A month later, several early childhood experts interviewed for a New York Times article reported that they saw a number of substantial irregularities in how the program's success was measured, leading them to believe that Goldman Sachs and the state of Utah were able to exaggerate the outcome of the SIB:


...even well-funded preschool programs — which the Utah program was not — typically have been found to reduce the number of students needing special education later by 10 percent or 20 percent, and rarely by more than 50 percent… For example, the program screened low-income three- and four-year-olds using a picture-and-vocabulary test known as the PPVT and labeled all those who scored below 70, a very low score, as being likely to require special education. According to nine early childhood education experts who reviewed the results for the Times, however, the PPVT isn't typically used to screen for special education, especially on its own, and there was little evidence for assuming that all children who scored poorly on the test — 30 percent to 40 percent of the children in the program, many of whom did not speak English at the time of testing — would require special education after preschool.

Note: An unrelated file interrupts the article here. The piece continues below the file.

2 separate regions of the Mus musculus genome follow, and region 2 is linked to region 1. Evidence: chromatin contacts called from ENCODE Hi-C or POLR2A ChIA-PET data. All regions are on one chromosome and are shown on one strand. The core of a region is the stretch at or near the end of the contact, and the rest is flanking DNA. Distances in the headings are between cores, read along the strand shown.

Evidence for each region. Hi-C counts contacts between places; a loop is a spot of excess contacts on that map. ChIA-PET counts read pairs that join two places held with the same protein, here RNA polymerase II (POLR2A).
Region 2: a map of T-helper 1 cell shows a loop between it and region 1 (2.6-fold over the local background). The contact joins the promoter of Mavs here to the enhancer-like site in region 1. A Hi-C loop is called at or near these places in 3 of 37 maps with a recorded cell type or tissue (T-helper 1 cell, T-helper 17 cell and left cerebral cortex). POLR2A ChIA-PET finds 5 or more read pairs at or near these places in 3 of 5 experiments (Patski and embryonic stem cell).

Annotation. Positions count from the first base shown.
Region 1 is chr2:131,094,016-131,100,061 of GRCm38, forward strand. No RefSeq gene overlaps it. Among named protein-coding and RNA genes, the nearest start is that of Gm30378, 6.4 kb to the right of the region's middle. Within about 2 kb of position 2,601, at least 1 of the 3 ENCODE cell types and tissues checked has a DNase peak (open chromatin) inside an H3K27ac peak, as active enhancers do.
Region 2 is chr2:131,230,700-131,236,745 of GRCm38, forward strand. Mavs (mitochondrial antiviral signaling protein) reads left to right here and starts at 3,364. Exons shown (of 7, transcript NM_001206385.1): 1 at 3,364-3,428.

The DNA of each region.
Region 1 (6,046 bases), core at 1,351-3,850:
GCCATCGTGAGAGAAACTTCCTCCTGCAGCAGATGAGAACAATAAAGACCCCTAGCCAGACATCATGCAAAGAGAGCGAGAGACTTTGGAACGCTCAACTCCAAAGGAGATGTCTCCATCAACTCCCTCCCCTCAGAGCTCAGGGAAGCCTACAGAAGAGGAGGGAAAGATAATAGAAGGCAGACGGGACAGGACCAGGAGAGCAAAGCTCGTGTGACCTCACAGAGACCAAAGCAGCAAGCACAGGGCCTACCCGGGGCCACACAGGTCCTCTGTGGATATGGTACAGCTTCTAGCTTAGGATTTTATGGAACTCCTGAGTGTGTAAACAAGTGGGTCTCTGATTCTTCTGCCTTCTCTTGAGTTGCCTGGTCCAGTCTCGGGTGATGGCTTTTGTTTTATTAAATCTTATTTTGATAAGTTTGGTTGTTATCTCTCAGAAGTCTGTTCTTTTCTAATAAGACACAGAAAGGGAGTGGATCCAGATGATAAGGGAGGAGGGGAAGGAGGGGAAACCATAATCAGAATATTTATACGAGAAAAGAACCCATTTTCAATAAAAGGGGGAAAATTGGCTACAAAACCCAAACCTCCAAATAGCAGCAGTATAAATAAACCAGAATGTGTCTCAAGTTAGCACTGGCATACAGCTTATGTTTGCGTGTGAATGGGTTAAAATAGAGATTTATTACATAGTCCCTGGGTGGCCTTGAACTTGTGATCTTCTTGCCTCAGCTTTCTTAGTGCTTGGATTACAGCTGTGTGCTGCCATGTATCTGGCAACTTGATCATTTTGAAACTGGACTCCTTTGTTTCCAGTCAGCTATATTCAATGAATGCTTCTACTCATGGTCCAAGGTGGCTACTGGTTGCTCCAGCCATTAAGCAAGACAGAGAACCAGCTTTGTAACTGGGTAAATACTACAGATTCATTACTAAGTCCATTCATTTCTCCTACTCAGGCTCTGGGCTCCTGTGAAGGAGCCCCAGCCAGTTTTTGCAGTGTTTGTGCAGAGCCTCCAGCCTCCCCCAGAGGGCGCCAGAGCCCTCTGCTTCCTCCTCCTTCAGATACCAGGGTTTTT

The NY Times article went on to report how “Early-childhood education experts said that the results from Utah should have been viewed skeptically from the start, just based on the amount of money being spent on the program… the preschool that the bank had paid for cost $1,700 a year for every student, or barely enough to cover the cost of part-time day care. Some of the children Goldman paid for were sent not to preschool but to a local daycare center or Y.M.C.A.


Prior to making the investment, Goldman Sachs could see that the methodology was leading significant numbers of children to be labeled as at-risk; and therefore increasing the number of children that could later be identified as avoiding special education. Ultimately, according to the Times,


When Goldman negotiated its investment, it adopted the school district’s methodology as the basis for its payments. It also gave itself a generous leeway to be paid pack. As long as 50 percent of the children in the program avoid special education, Goldman will earn back its money and 5 percent interest — more than Utah would have paid if it had borrowed the money through the bond market. If the current rate of success continues, it will easily make more than that.


THE HEAD START SMOKE MIRROR